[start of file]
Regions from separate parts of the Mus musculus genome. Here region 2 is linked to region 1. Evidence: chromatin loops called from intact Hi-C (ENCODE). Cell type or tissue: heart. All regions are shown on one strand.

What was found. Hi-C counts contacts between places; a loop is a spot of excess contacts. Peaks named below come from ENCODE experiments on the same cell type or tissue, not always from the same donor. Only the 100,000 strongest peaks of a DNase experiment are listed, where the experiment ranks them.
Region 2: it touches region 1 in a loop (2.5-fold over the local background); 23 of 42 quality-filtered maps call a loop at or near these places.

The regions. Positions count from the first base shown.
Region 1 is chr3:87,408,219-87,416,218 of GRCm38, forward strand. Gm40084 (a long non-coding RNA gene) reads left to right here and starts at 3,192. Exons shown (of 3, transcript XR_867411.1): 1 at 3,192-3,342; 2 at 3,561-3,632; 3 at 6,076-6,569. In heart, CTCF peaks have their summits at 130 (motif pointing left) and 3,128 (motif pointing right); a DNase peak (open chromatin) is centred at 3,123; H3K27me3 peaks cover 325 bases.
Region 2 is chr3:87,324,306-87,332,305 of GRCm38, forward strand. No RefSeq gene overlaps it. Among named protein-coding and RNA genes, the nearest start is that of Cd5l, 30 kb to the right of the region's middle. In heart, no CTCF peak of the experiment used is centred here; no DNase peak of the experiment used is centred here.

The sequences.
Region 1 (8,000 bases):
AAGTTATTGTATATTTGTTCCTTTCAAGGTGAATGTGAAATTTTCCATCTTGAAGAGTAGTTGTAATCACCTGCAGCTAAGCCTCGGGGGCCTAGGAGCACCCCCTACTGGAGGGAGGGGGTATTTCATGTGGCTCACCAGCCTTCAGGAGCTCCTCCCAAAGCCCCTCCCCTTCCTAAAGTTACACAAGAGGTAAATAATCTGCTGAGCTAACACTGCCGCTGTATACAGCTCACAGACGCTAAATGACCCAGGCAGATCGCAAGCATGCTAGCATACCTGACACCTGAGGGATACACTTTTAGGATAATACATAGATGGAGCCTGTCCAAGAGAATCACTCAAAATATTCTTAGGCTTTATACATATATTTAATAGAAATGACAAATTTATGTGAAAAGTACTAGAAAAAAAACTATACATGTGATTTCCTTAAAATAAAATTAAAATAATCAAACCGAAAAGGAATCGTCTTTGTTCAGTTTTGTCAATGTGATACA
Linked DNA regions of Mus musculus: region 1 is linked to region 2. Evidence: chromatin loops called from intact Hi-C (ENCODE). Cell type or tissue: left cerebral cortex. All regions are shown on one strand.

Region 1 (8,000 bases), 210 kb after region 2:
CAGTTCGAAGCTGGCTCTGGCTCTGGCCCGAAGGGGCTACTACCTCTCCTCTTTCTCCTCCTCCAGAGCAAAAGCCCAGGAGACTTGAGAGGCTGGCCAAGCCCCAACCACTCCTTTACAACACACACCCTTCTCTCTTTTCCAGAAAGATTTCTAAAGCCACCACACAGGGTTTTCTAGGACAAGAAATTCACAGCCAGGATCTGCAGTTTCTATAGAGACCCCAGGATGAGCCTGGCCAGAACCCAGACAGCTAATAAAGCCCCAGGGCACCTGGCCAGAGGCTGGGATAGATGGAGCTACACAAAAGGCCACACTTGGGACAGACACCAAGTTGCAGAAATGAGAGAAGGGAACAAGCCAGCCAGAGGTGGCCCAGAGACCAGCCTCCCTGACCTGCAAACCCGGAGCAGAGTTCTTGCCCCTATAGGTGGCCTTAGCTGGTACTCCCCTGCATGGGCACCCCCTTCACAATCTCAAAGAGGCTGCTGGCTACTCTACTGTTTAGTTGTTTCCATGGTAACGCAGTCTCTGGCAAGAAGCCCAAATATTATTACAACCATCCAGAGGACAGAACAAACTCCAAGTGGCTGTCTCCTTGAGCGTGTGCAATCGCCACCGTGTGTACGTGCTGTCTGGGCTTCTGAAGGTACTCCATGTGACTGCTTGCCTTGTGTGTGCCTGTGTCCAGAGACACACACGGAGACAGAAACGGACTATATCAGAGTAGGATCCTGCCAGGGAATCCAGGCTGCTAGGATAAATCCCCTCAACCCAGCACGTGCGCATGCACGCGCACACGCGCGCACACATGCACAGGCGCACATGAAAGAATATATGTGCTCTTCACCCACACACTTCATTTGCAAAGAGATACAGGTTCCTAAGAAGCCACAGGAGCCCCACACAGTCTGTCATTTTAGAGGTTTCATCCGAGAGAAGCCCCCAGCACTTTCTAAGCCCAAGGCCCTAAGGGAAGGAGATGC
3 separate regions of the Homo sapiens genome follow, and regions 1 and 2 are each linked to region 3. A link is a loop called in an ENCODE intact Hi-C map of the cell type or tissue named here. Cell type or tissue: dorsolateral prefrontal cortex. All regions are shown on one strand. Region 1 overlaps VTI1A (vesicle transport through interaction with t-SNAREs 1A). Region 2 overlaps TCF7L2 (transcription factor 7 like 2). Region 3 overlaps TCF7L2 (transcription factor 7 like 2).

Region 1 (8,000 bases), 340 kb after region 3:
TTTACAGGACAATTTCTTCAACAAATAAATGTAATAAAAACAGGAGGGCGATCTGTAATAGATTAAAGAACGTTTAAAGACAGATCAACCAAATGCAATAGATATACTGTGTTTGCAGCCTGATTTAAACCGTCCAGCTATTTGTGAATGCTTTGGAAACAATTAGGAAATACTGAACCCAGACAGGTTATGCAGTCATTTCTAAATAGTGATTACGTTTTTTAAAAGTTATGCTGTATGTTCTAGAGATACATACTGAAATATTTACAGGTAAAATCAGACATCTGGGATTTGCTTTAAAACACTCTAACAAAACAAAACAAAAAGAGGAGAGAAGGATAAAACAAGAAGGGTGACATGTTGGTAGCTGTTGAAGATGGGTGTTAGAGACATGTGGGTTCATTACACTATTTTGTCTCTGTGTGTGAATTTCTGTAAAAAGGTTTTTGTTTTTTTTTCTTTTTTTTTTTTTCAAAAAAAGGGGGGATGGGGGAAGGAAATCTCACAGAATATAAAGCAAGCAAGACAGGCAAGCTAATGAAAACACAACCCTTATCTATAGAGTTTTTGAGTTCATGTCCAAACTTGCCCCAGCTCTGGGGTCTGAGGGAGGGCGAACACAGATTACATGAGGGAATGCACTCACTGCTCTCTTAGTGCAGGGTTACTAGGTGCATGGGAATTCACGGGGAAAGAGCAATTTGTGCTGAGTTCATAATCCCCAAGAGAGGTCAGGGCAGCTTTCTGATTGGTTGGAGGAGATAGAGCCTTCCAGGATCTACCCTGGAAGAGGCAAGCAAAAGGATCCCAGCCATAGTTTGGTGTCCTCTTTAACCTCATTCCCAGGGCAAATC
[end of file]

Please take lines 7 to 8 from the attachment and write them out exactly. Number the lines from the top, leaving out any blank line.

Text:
The sequences.
Region 1 (8,000 bases):